We are called to holiness.
It is quite amazing that we who have faith and believe we will live forever can sometimes allow ourselves to be influenced or contaminated by the unspiritual viewpoint of western culture.
We could have heaven on earth, but sometimes we create hell on earth. So many carry the burden and mental exhaustion of living hectic lives that fail to nourish its meaning and purpose. While secularism embraces mindfulness it has little regard for nourishing deep spiritual hope. We are not usually portrayed as spiritual beings when it comes to marketing, media and advertising.
I was greatly saddened to see an Aldi advertisement campaign geared for children in the context of an Advent Calendar. Children love the countdown to Christmas. However on this calendar everyday had a focus on a cheap bottle of wine!
How many children’s lives are seriously neglected in this Republic because of alcohol issues within the family? How many children’s Christmas’s would be much more magical if adults focused on their needs as opposed to doing what makes their life happy?
Throughout the month of November in the Christian tradition we remember loved ones gone before us. We also take inspiration from the lives of saints. The saints encourage us in our own struggles because like us they also endured struggles, they grew from strength to strength, they matured in the Lord as they grew in years. We also see this journey of growth in the great people of the Bible.
We could think of Abraham whom Genesis tells us pretended his wife was his sister because he was afraid but Abraham grew to become our father in faith. Moses had a speech impediment and had murdered and protested against being called by God but he led his people to the Promised Land.
In the Gospels Peter is impulsive and doesn’t want the Lord to suffer but in Acts he is totally transformed and considers it an honour to suffer for the Lord.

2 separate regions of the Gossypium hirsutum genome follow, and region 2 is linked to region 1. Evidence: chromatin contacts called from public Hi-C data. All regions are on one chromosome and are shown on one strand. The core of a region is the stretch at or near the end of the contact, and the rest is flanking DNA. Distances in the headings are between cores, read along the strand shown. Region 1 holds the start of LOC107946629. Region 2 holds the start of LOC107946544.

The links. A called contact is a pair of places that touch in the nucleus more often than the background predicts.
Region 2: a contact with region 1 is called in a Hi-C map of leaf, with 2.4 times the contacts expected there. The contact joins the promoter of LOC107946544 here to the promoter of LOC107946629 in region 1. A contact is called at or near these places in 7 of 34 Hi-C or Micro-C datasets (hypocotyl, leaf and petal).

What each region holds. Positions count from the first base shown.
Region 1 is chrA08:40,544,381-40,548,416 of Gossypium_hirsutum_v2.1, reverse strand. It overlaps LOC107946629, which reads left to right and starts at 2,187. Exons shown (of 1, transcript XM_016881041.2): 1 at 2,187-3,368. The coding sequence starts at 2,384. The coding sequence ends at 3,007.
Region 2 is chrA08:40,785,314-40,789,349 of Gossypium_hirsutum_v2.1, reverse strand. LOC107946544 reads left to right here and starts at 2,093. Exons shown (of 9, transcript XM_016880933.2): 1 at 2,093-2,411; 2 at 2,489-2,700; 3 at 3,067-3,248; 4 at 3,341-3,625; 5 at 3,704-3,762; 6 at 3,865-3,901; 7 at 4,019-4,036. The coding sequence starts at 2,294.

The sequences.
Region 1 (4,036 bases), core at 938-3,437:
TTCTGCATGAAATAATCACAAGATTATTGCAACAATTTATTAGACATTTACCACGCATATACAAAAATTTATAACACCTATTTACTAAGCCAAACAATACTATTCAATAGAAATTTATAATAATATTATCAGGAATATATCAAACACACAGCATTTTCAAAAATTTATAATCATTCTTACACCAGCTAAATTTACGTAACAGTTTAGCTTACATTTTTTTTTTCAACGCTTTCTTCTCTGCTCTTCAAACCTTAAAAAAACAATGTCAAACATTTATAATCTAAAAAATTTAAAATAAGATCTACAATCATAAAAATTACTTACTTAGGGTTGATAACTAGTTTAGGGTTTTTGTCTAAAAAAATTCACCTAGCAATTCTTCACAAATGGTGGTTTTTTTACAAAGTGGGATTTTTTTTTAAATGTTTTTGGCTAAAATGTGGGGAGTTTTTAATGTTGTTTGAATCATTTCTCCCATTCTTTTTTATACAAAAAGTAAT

The journey of growth in the great people of the Bible is also seen in the canonized saints. The Curé of Ars struggled with learning while in seminary but so many pilgrims went to Ars to confess to him that by 1855 there was a daily service of two horse buses between Lyons and Ars, and two other buses met the Paris train at Villefranche. The railway station in Lyons even had a special ticket office for people going to Ars, so many were the pilgrims.
St. Thérèse wrote in her autobiography that after the death of her mother, “I, once so full of life, became timid and retiring, sensitive to an excessive degree. One look was enough to reduce me to tears.” (Story of a Soul: The Autobiography of St. Therese of Lisieux, Third Edition pp34-35).
She went on to become the Little Flower of Jesus whose relics even stopped the traffic on Fifth Avenue New York because so many people came to venerate her, and three million people venerated her relics during their visit to Ireland in 2001, the same number of people who attended Papal Masses in Ireland in 1979.
St. Augustine struggled with impurity in his youth. As a teenager he was influenced by the loose living of his companions. When he was studying in Carthage he decided to take a mistress. He was such a scoundrel that he even once said to his mother St. Monica that there would be no problems between them if she gave up her faith!
He underwent a conversion in Milan and went on to become a priest at the age of 36 and a bishop at the age of 41, and was Bishop of Hippo in North Africa for 35 years. One example of the influence Augustine has on the Church is that in the Catechism of the Catholic Church there are more quotations from St. Augustine than from any other writer.
St. Ignatius of Loyola had a colorful past before his conversion. In 1515 Ignatius and his brother Pedro Lopez were arrested and prosecuted for nocturnal misdemeanors that were outrageous. Ignatius says up to his 26th year he was given to worldly vanities. He was proud, sensuous, and driven by violent and powerful impulses, he demanded adventure and glory.
But after his conversion he noticed that day dreaming about the saints brought him joy but not worldly matters. And thus gradually he developed the rules for discernment of spirits and established the Society of Jesus. He established a college in Rome for young men entering the Society of Jesus and also set up colleges in Jerusalem, Cyprus and Constantinople. At his death in 1556 the Society of Jesus had 1000 members with 100 houses throughout the world. We see this same journey of growth in the lives of all the saints.
The saints remind us of who we really are,
“we are God’s children now; what we shall be has not yet been revealed. We do know that when it is revealed we shall be like him, for we shall see him as he is. (1 John 3:2)
We hope and pray that all those near and dear to us who have departed are already or will be numbered among the saints and so we pray for them especially during this month.